Saturday, August 7, 2010

Kashmir: Echoes from 20 years ago

When columns of the Indian Army drove through Srinagar on July 7, rifles pointed out at the city, it was meant as a show of force; to tell its 'mutinous' population -- and those watching elsewhere -- just who was really in charge. Disconcertingly for the Indian government, it has had the opposite effect. Alarm bells have been sounding off: the situation in Kashmir is again explosive; the lid looks ready to blow off. Although the army has for years virtually controlled rural Kashmir, images of grim-faced soldiers on a 'flag-march' in Srinagar carried a different symbolism. For Srinagar has been the exception -- the showpiece of 'normalcy', of a possible return to the bosom of India's accommodating heart. Typically, the well-publicised entry of the soldiers was followed by a flurry of obtuse clarifications: the army was not taking over Srinagar; this was not a flag-march, only a 'movement of a convoy'; yes, it was a flag-march, but only in the city's 'periphery'. The contradictions seemed to stem from a reluctance to deal with the elephant in the room: after more than 15 years, the army had once again been called out to stem civil unrest in Srinagar.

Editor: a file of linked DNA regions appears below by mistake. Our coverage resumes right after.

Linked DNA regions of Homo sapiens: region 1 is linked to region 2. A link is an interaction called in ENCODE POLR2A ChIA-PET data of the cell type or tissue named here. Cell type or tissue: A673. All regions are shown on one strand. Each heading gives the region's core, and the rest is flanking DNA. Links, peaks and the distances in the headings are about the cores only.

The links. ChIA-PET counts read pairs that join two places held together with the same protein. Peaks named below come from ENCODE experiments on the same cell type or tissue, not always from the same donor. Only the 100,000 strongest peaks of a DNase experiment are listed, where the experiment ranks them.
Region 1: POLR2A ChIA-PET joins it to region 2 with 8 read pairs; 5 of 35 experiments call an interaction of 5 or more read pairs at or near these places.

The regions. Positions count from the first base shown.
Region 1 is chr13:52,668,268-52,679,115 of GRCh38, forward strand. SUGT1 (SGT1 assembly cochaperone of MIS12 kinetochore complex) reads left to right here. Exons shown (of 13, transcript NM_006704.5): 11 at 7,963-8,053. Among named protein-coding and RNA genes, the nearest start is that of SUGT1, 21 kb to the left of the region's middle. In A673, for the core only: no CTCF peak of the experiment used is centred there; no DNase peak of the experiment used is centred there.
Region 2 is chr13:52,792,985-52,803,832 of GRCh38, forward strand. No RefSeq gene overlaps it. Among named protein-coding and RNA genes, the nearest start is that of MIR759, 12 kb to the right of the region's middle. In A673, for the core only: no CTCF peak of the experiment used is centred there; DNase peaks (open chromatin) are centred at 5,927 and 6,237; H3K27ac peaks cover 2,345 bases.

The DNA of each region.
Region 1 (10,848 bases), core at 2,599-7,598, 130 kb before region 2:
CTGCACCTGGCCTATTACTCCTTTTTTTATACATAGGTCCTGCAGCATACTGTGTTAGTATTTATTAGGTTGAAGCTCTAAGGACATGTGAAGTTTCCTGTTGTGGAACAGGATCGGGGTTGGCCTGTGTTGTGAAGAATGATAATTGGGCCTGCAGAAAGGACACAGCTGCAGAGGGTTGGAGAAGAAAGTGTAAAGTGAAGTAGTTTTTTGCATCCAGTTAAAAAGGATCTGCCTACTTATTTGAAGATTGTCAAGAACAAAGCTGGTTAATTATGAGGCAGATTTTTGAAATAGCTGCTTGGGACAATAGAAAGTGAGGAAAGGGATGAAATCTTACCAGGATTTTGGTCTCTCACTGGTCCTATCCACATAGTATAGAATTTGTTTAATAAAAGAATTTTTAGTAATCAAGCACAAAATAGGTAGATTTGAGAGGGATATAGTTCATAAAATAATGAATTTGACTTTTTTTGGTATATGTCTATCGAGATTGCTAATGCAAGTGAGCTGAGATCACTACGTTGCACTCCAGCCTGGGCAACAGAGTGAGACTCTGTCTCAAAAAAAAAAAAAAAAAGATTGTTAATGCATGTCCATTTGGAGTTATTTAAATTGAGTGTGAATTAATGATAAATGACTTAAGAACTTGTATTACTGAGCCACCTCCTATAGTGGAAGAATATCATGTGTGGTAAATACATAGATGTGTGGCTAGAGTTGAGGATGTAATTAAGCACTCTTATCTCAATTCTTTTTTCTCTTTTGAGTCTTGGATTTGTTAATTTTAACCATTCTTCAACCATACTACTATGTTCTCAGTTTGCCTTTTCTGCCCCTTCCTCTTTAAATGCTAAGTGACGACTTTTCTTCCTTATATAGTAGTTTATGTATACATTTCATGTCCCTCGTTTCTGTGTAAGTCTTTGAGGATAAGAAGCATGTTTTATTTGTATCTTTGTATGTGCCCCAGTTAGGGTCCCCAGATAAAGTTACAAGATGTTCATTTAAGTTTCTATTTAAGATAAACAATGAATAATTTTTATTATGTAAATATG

When the Indian Army was deployed in Kashmir during the 1990s, the rebellion seemed to be fast spinning out of India's control. Twenty years later, what has changed? There is now a massive investment in a 'security grid', built with more than 500,000 security personnel and shored up by a formidable intelligence network, said to involve some 100,000 people. The armed militancy, too, has officially been contained. Meanwhile, the exercise of 'free and fair' elections has been carried out to persuade the world that democracy has indeed returned to Kashmir. (Elections certainly delivered the young and telegenic Omar Abdullah as chief minister; but about democracy, Kashmiris will be less sanguine. They will recognise it the day the military columns and camps are gone from the valley.) Yet July was haunted by echoes of the early years of the tehreek, the movement for self-determination. As a brutally imposed lockdown curfew entered its fourth day, there was no safe passage past the paramilitary checkpoints not for ambulances, not for journalists. For those four days, Srinagar's newspapers were not published; local cable channels were restricted to just 10 minutes a day, and still had to make time for official views. SMS services remained blocked the entire month; in some troubled towns, cell-phone services were completely discontinued.But Srinagar still reverberated with slogans every night, amplified from neighbourhood mosques: 'Hum kya chahte? Azadi!' (What do we want? Freedom!) and 'Go back, India! Go back!'

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